New It Theory Teases The Real Meaning Of The Red Balloons

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The worlds of Stephen King often go far deeper than the surface detail presented in the stories, with fan theories regularly cropping up to delve into prominent details that go without an official explanation. One is now being offered for It, explaining why the titular entity is often seen with red balloons.

The demonic shapeshifting creature is most frequently seen as Pennywise the Dancing Clown, and since clowns and balloons traditionally have a close association with one another, their appearance often heralds the arrival of the giggling menace. However, this theory states that they’re actually tied to the true form of It.

It originates in the macroverse, a gargantuan void surrounding our own universe, in which are the deadlights, a form of deadly energy from which the creature is comprised. Such is their unfathomably eldritch nature that humans are incapable of seeing them and returning unscathed, any witnesses being rendered catatonic or insane. In the story’s climax, It was only perceived as a giant spider due to that being as close as the human mind is capable of perceiving an entity of primordial fear. They were briefly represented on screen as a series of swirling orange balls of sinister radiance, and it’s here that the balloons come in.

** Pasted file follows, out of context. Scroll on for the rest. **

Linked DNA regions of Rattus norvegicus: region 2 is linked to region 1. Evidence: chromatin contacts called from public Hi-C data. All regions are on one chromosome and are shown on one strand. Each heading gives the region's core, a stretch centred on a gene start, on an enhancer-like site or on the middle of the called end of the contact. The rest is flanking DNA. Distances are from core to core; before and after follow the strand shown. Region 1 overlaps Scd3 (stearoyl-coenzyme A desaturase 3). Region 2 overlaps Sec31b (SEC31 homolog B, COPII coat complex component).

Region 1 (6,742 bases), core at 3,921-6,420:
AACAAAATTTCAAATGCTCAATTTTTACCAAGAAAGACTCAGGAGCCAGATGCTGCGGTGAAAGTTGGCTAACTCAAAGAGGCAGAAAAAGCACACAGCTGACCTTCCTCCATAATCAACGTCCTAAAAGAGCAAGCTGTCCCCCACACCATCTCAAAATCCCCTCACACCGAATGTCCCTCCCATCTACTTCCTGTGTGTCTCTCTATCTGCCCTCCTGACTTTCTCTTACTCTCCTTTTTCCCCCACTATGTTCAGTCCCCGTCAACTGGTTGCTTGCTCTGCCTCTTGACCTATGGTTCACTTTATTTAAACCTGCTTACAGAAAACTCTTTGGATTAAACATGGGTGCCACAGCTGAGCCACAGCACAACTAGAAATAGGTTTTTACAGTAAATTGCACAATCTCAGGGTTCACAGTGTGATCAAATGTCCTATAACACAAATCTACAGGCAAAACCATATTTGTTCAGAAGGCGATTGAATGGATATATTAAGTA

The theory states that the balloons are not specifically a visual affectation related to the guise of Pennywise, but rather a lo-fi representation of the deadlights themselves, the floating red ovoids taking the place of the glowing spheres of raw terror. The conjecture also gives an alternative meaning to the clown’s famous line “we all float down here,” suggesting that rather than being a collective statement describing the ultimate fate of half-devoured corpses floating in rancid sewer water, the promise instead refers to the stolen souls of countless dead children holding the balloons aloft.

It’s an interesting interpretation of a simple visual detail, and is certainly plausible given the lack of definitive answers provided about the nature of It. If nothing else, the theory adds another layer of cosmic malevolence to an already highly sinister tale.

Source: ScreenRant

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